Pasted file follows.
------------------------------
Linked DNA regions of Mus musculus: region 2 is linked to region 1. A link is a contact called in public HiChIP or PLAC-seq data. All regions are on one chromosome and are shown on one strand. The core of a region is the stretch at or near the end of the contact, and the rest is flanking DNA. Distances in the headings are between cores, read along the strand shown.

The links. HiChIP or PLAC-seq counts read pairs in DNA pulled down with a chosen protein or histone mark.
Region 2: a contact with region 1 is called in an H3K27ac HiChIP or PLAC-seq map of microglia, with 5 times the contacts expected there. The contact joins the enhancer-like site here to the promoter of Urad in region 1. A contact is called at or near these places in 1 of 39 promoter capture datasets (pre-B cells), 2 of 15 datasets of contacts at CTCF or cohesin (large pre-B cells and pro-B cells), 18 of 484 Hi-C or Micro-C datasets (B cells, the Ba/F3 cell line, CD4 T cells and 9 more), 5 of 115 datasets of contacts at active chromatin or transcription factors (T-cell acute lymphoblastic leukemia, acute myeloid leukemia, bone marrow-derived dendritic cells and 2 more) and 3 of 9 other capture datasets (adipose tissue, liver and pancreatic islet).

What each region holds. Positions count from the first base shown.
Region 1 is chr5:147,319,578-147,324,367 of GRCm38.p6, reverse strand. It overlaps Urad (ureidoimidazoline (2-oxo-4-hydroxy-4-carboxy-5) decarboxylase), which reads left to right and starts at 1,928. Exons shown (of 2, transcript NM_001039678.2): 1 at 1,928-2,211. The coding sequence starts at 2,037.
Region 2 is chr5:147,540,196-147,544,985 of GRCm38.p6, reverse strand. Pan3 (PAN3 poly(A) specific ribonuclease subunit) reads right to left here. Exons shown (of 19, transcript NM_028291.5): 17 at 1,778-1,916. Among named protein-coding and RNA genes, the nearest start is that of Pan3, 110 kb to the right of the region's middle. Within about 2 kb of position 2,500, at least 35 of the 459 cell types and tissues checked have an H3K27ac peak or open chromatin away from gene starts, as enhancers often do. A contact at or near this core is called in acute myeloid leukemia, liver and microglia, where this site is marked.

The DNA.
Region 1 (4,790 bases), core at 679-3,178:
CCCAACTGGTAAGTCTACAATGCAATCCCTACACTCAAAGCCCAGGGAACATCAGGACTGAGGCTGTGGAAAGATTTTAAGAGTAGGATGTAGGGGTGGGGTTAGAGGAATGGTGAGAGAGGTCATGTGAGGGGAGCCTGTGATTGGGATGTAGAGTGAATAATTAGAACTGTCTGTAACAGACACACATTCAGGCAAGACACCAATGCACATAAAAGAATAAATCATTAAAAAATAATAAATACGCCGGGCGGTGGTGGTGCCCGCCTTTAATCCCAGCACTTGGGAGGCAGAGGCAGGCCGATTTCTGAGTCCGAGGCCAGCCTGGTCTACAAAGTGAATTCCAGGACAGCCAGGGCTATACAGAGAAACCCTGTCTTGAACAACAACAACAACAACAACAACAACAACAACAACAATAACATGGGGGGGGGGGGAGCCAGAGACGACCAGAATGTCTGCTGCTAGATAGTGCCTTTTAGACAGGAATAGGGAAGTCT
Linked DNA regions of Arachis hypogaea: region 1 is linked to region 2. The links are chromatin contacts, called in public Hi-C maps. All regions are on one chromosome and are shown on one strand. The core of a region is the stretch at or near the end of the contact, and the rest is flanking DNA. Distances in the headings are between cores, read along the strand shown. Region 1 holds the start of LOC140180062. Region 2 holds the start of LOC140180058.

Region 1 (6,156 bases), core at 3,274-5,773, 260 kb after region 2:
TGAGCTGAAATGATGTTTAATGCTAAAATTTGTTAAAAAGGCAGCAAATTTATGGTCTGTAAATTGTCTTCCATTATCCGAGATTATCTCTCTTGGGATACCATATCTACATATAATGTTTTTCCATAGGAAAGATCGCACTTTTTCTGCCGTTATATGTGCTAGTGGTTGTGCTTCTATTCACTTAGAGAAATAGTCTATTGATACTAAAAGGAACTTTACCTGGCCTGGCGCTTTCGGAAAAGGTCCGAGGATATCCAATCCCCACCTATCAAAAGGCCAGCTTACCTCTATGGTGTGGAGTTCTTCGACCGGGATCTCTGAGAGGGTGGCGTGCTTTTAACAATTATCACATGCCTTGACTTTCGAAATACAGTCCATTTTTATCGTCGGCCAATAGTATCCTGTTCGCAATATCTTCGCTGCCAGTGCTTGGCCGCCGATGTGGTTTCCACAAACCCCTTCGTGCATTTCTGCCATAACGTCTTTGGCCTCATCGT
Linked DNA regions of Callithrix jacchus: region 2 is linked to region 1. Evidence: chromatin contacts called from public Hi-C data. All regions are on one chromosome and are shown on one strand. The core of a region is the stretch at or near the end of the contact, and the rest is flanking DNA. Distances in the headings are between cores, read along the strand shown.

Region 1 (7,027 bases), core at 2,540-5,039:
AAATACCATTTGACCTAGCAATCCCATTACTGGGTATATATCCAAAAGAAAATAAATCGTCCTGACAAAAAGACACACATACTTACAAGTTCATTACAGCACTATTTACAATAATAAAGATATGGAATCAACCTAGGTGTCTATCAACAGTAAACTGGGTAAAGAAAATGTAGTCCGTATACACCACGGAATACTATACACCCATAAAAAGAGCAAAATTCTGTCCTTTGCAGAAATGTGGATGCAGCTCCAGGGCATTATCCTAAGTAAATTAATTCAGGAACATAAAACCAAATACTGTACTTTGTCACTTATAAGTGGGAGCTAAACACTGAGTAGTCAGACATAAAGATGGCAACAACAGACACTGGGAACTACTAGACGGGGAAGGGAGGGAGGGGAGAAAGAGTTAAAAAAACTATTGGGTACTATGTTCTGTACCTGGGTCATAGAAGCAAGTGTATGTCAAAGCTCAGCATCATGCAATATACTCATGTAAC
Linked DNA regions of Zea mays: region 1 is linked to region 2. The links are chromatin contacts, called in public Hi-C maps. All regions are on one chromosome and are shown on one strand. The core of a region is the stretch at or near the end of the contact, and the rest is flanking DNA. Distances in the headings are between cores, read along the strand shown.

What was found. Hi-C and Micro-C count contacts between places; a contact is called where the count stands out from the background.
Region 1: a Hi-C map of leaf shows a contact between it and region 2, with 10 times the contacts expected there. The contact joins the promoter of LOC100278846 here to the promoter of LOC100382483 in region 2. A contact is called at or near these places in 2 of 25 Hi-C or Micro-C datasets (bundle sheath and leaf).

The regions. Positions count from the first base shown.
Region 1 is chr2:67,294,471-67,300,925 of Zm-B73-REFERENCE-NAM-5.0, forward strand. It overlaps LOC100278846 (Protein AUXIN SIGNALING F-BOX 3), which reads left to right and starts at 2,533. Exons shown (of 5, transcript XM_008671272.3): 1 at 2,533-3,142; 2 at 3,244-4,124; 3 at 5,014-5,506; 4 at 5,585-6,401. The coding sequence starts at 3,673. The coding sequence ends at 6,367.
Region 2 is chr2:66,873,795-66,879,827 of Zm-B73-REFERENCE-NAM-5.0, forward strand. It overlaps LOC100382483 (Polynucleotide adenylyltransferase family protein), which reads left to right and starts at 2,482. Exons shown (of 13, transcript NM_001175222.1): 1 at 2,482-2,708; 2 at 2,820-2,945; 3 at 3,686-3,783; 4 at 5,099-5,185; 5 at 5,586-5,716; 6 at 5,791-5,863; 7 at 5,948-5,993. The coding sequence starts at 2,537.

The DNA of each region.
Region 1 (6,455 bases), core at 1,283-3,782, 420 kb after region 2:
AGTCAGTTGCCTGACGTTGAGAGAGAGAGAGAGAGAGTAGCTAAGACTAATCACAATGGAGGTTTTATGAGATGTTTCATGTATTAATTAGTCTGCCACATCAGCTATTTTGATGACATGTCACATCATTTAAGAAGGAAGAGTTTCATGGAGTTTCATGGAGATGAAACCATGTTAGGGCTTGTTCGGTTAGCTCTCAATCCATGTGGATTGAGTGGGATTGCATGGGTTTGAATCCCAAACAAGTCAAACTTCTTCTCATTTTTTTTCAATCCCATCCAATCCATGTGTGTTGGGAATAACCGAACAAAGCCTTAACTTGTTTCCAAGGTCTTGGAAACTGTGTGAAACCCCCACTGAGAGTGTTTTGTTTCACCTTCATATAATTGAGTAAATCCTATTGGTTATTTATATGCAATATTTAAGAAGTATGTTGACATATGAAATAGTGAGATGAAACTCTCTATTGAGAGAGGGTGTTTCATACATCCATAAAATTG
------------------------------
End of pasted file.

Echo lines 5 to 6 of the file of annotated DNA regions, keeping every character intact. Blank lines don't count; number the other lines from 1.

Region 1 is chr5:147,319,578-147,324,367 of GRCm38.p6, reverse strand. It overlaps Urad (ureidoimidazoline (2-oxo-4-hydroxy-4-carboxy-5) decarboxylase), which reads left to right and starts at 1,928. Exons shown (of 2, transcript NM_001039678.2): 1 at 1,928-2,211. The coding sequence starts at 2,037.
Region 2 is chr5:147,540,196-147,544,985 of GRCm38.p6, reverse strand. Pan3 (PAN3 poly(A) specific ribonuclease subunit) reads right to left here. Exons shown (of 19, transcript NM_028291.5): 17 at 1,778-1,916. Among named protein-coding and RNA genes, the nearest start is that of Pan3, 110 kb to the right of the region's middle. Within about 2 kb of position 2,500, at least 35 of the 459 cell types and tissues checked have an H3K27ac peak or open chromatin away from gene starts, as enhancers often do. A contact at or near this core is called in acute myeloid leukemia, liver and microglia, where this site is marked.